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Oroonoko, written by Aphra Behn, is a story dealing mainly with slavery traversing from Africa to Europe where slave trade dominated. Behn employs literature widely by use of literal elements like symbolism, metaphor, tone and personification among others. Greater part of this novel does not give a direct meaning and the reader has to have a keen eye to understand what the writer meant. This explication paper looks into the hero that Oroonoko was and the knowledge of slave masters that slavery was utterly wrong.
This was delivered to the still doubting captain, who could not resolve to trust a heathen, he said, upon his parole, a man that had no sense or notion of the God that he worshiped. Oroonoko then replied he was very sorry to hear that the captain pretended to the knowledge and worship of any gods, who had taught him no better principles than not to credit, as he would be credited.
However, they told him, the difference of their faith occasioned that distrust: for the captain had protested to him upon the word of a Christian, and sworn in the name of a great God; which if he should violate, he would expect eternal torment in the world to come.
“Is that all the obligation he has to be just to his oath?” replied Oroonoko. “Let him know, I swear by my honour; which to violate would not only render me contemptible and despised by all brave and honest men, and so give myself perpetual pain, but it would be eternally offending and displeasing all mankind; harming, betraying, circumventing, and outraging all men.
However, punishments hereafter are suffered by one’s self; and the world takes no cognizance whether this God have revenged ’em, or not. ‘Tis done so secretly, and deferred so long: while the man of no honour suffers every moment the scorn and contempt of the honester world, and dies every day ignominiously in his fame, which is more valuable than life.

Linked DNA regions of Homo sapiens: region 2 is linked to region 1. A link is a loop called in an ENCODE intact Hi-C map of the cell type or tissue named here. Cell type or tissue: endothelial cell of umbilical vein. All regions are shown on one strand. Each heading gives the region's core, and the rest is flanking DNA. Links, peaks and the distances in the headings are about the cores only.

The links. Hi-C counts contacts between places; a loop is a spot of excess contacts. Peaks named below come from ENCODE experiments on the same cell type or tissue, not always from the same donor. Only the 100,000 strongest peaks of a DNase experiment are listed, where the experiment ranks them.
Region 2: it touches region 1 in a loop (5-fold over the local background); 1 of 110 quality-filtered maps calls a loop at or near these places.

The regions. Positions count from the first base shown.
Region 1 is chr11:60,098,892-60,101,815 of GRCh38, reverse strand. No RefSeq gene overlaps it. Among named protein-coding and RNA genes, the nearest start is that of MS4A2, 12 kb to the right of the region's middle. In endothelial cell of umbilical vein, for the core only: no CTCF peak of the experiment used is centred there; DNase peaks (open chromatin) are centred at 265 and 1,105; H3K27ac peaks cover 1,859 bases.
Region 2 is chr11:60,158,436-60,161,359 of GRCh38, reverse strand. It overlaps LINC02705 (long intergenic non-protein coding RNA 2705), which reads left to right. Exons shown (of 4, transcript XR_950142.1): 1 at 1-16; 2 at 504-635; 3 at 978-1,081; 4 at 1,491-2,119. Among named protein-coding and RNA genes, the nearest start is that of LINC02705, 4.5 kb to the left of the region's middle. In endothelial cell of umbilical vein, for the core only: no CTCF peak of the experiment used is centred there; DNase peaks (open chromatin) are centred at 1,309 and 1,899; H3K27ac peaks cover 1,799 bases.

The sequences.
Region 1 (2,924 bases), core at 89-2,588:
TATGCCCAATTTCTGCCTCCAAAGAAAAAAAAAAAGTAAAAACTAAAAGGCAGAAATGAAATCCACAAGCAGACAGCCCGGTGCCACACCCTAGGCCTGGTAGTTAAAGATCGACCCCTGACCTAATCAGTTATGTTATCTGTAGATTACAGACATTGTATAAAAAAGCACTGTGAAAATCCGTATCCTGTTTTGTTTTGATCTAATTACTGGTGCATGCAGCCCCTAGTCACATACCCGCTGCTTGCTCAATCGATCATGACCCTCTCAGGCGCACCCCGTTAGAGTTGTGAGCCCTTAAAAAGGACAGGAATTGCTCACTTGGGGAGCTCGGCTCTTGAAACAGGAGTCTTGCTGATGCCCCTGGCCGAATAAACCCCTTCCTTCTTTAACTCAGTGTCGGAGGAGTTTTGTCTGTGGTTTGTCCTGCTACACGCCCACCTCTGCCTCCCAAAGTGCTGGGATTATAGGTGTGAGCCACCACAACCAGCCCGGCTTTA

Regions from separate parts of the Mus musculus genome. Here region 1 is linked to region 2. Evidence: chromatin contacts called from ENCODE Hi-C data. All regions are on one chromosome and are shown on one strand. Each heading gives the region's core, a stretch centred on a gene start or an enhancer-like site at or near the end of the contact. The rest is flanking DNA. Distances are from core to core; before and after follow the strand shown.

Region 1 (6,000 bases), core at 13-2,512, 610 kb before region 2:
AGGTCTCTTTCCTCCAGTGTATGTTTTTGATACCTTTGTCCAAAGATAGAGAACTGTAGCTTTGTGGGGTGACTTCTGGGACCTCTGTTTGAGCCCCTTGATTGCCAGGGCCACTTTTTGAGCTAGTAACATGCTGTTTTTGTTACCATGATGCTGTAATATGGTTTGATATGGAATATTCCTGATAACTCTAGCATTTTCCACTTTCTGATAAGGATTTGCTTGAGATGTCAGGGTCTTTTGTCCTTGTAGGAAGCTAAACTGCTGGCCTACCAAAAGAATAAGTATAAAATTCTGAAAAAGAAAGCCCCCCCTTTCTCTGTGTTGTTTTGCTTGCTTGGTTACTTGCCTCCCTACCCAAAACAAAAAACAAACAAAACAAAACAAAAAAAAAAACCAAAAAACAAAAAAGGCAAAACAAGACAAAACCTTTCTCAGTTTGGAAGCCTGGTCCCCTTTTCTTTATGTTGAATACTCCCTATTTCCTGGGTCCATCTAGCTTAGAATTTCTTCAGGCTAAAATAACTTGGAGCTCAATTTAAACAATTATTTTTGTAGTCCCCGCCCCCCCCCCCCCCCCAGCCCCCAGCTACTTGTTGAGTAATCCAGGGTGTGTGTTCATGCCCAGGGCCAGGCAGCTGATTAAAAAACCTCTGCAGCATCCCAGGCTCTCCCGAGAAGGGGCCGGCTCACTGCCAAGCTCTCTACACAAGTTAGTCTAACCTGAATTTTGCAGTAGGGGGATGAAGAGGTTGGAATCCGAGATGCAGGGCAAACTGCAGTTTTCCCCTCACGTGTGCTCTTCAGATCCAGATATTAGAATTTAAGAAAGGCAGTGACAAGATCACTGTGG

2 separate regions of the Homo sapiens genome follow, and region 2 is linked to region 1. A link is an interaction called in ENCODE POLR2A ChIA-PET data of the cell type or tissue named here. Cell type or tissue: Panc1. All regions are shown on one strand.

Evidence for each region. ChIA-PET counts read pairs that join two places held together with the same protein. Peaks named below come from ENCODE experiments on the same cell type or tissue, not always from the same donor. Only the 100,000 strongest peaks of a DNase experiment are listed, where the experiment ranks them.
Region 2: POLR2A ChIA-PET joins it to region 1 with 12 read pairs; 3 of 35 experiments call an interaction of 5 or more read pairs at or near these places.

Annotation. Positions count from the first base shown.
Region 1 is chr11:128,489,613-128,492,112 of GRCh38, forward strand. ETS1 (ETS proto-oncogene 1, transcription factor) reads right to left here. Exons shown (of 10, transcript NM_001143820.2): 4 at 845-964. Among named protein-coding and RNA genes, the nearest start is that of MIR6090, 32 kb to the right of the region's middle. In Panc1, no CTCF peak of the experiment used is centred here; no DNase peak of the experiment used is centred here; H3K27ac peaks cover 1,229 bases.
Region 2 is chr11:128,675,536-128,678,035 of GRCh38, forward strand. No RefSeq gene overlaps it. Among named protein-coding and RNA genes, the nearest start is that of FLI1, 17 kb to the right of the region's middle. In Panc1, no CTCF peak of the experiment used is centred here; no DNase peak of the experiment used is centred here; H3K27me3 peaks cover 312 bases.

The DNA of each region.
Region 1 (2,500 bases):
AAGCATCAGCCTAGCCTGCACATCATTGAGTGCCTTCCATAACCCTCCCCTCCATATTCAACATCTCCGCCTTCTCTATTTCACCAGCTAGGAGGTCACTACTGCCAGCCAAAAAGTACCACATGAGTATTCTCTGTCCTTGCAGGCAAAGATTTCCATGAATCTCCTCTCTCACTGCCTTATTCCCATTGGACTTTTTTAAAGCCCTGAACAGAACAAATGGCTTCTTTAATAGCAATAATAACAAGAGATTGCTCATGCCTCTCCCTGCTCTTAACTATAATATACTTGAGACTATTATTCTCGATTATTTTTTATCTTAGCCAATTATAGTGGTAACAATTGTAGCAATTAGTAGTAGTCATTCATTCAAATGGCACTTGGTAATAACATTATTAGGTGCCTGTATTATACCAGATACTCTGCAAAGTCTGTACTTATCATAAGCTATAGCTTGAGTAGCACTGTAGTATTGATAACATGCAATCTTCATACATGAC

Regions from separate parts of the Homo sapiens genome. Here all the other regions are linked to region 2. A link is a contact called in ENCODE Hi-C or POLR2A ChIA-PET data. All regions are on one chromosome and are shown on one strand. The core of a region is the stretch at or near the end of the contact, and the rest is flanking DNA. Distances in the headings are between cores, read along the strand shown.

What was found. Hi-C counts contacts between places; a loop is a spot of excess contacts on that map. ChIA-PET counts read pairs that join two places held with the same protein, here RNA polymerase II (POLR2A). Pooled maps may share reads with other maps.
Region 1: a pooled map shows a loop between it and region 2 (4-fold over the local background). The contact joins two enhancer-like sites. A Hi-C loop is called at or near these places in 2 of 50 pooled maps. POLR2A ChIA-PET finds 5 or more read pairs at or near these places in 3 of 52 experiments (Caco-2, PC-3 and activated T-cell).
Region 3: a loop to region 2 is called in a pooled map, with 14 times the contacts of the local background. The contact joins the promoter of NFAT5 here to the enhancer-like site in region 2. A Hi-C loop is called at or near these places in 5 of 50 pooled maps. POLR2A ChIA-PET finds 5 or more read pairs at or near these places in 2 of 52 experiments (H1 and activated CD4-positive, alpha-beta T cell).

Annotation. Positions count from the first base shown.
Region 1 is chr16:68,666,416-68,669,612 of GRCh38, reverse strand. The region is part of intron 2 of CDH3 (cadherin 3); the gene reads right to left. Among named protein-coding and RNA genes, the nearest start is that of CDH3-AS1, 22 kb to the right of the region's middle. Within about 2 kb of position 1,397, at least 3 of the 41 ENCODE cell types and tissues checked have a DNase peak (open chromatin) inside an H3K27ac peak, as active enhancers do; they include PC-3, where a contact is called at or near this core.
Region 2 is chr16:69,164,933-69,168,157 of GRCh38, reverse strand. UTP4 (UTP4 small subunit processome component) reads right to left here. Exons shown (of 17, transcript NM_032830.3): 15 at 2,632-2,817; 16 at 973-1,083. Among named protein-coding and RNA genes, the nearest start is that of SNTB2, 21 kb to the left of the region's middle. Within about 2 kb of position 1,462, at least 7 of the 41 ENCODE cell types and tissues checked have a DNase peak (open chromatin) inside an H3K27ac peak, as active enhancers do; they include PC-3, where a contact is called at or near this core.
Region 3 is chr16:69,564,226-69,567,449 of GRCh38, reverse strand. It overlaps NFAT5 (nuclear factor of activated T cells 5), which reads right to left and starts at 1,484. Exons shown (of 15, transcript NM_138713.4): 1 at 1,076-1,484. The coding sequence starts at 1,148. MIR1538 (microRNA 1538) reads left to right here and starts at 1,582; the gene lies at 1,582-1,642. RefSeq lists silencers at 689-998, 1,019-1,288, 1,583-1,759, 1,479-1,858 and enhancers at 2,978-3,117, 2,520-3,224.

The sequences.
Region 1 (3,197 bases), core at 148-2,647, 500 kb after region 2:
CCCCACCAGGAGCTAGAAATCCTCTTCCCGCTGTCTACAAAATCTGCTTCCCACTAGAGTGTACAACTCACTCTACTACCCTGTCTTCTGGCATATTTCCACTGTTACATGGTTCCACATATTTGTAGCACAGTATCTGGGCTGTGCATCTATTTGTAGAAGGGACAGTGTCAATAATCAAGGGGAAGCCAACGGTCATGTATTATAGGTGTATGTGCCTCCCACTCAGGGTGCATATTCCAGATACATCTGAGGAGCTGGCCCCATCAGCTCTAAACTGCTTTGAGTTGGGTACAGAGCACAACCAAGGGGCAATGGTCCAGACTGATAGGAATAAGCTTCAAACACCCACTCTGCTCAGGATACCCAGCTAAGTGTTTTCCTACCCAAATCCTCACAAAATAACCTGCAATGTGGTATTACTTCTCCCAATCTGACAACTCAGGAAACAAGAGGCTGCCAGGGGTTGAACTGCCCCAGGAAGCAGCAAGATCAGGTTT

I speak not this to move belief, but to show you how you mistake, when you imagine that he who will violate his honour will keep his word with his gods.” Therefore, turning from him with a disdainful smile, he refused to answer him, when he urged him to know what answer he should carry back to his captain, so that he departed without saying any more (Behn 104).
This scene occurs immediately after Oroonoko is betrayed into slavery. The captain, by no means would not ‘resolve’ to trust ‘heathen’. The word ‘resolve’ here implies that slavery was wrong and even the masters knew it, only that they would not ‘resolve’ to abolish it. The narrator is trying to show how slavery was evil naturally.
The narrator uses sarcasm, as Oroonoko feels “sorry” that the captain “resolves” not to abide to his beliefs. Oroonoko is not being ‘sorry’ that the captain cannot remember his doctrines; no, he is sorry that the captain deliberately ‘resolves’ not to agree slavery is wrong.
The captain forces Oroonoko to take an oath that he will not violate the agreement between him and the captain. To this Oroonoko asks, “Is that all the obligation he has to be just to his oath?” (Behn 104). The tone here highlights the attitude that Oroonoko has towards slavery and its masters. “Is that all the obligation?” indicates that there was no place of slavery for it could not be substantiated. The narrator uses sarcasm as Oroonoko goes on to expound on the judgement that awaits him should he break any of the oaths.